Islamic State
August 12, 2020

Gen. Frank McKenzie, the top U.S. commander for the Middle East, issued a stark warning on Wednesday about the Islamic State in Syria.

McKenzie, participating in a virtual U.S. Institute of Peace forum, said that in parts of western Syria, "conditions are as bad or worse" than they were prior to the terrorist group's rise in 2014, and "we should all be concerned about that." This region is controlled by the Syrian government, and insurgents there have a degree of freedom to move around. There is barely a U.S. presence in western Syria, McKenzie said, and the United States does not believe the regime will do anything to try to push back against the militants.

Because of the coronavirus pandemic, it's been difficult to transfer people out of Syrian refugee camps. One camp, al-Hol in northeastern Syria, has as many as 70,000 inhabitants, and it can be easy to radicalize people in these conditions, McKenzie said. "As young people grow up, we're going to see them again unless we can turn them in a way to make them productive members of society," he added. "We can either deal with this problem now or deal with it exponentially worse a few years down the road." Catherine Garcia

October 27, 2019

When rumblings of the death of Islamic State leader Abu Bakr al-Baghdadi were first heard overnight before President Trump confirmed the news Sunday morning, it inevitably drew comparisons to the death of former Al Qaeda leader Osama bin Laden in 2011. But experts have warned the two events might not be so similar.

It mostly has to do with the differences in how ISIS and Al Qaeda are structured. The latter was heavily reliant on bin Laden's singular leadership and charisma, so while the terrorist organization still exists, it has weakened somewhat. Experts don't think that will necessarily happen with ISIS, which has placed a greater emphasis on organizational structure.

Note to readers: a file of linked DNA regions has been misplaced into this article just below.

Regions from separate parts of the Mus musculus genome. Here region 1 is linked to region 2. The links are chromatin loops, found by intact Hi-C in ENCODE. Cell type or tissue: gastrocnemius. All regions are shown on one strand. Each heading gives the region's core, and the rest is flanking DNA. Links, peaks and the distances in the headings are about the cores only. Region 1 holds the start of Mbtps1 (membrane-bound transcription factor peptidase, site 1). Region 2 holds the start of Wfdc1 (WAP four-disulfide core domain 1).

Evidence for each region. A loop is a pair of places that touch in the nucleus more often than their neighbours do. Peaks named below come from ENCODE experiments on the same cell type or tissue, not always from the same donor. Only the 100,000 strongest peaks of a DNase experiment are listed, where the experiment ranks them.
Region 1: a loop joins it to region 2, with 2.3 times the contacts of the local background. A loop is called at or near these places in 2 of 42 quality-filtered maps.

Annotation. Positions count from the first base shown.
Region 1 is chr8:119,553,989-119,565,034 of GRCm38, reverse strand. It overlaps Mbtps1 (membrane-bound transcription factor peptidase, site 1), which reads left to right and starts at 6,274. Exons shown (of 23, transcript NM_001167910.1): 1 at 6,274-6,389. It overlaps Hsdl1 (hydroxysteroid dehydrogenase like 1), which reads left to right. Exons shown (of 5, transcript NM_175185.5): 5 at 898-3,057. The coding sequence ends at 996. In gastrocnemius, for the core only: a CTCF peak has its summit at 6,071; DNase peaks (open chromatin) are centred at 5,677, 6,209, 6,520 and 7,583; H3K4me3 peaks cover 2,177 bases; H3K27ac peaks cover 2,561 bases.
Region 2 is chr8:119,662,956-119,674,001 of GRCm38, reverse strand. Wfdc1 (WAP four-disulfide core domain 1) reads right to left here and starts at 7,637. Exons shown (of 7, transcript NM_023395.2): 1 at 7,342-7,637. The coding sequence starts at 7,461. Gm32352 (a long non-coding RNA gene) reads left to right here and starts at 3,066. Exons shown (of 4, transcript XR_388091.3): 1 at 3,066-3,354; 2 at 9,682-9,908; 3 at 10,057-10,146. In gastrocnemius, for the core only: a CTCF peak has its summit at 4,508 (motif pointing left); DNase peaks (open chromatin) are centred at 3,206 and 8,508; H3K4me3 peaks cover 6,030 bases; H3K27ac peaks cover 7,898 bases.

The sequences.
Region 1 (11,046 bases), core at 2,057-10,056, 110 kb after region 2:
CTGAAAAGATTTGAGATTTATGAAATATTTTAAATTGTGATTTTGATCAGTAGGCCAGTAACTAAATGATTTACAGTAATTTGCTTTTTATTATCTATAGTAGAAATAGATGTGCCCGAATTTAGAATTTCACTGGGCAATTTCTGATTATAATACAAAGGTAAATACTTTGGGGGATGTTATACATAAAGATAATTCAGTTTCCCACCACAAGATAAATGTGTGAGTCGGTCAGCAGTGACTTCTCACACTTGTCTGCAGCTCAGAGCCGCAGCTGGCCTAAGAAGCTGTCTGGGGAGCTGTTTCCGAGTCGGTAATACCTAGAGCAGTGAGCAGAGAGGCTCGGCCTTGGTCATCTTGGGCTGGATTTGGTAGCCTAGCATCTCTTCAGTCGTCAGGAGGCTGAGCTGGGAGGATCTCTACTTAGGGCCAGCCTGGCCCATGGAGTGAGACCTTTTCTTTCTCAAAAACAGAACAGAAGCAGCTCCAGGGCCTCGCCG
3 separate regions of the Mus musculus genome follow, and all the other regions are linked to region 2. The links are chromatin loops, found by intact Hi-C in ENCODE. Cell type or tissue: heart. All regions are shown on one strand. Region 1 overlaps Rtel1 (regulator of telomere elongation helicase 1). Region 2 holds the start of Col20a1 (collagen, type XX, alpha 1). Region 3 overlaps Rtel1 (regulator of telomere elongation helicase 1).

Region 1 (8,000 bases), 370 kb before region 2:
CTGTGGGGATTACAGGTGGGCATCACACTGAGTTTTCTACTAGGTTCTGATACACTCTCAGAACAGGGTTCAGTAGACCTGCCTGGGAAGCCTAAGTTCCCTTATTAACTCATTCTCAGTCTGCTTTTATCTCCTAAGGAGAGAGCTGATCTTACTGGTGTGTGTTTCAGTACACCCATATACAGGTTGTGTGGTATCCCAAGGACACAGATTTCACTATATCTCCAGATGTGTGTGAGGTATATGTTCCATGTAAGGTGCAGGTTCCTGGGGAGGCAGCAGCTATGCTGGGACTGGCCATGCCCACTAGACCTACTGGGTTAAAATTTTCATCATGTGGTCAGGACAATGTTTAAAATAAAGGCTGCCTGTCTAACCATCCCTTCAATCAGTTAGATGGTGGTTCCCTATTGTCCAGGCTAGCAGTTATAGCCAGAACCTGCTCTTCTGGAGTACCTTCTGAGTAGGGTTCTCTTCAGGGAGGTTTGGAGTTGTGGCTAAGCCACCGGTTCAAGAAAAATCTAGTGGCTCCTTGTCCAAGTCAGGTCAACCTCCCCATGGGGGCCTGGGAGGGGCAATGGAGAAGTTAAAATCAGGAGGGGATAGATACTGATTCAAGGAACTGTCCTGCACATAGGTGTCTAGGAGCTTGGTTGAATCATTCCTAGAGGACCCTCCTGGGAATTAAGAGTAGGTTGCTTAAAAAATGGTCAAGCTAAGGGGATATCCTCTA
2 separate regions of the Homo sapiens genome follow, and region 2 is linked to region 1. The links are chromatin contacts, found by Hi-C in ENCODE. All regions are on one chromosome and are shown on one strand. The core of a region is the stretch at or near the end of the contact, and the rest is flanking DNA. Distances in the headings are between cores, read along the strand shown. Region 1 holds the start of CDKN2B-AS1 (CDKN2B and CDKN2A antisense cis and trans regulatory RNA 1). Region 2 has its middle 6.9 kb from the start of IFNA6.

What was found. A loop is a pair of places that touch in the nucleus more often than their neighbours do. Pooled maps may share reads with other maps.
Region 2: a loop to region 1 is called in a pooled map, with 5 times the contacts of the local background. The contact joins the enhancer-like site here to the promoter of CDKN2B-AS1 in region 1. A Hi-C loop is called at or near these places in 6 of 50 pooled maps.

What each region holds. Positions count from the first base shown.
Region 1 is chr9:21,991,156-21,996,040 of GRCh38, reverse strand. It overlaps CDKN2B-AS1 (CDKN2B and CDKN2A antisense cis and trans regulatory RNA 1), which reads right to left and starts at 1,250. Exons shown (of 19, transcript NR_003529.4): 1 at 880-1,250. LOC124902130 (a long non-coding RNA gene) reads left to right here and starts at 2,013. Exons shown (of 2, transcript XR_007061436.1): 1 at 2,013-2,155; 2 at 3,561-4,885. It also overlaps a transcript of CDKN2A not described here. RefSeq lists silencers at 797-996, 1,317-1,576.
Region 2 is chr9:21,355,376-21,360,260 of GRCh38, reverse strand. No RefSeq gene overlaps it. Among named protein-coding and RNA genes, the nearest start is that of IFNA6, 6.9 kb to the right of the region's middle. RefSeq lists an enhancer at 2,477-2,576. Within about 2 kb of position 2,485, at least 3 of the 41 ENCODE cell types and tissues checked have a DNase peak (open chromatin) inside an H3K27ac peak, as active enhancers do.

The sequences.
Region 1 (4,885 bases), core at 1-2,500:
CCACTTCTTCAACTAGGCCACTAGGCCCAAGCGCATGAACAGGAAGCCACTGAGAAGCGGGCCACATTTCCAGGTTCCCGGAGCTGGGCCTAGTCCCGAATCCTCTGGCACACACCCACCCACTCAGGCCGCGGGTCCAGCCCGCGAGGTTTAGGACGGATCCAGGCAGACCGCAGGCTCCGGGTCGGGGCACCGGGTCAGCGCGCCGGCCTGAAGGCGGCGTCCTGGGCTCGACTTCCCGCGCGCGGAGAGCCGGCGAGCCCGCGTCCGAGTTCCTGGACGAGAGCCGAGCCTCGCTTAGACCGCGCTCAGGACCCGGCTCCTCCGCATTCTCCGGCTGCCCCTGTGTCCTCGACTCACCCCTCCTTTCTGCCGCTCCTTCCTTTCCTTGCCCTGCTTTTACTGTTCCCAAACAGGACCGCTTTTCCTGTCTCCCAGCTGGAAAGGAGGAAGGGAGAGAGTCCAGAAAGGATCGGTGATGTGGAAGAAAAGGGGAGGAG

That is not to say Baghdadi's death is irrelevant; he was an important figure within ISIS and his absence will surely negatively affect his followers and could hinder international recruitment which has already slowed in recent years, but analysts expect ISIS will be able to withstand the loss in some capacity, meaning the U.S. and its allies will likely have to continue to prevent the group's resurgence. Tim O'Donnell

October 27, 2019

Abu Bakr al-Baghdadi, the elusive leader of the Islamic State, has been killed, President Trump confirmed Sunday morning.

President Trump announced Baghdadi was killed in a secret U.S. military operation Saturday evening in Syria. The president did not spare many details when addressing the press, telling reporters Baghdadi was killed while being chased by dogs into a dead-end tunnel, where "whimpering, crying, and screaming," he detonated his explosive vest, reportedly killing himself and three children. Trump said Baghdadi's body was mutilated by the blast, but tests confirmed his identity. "He died like a dog," Trump said. "He died like a coward."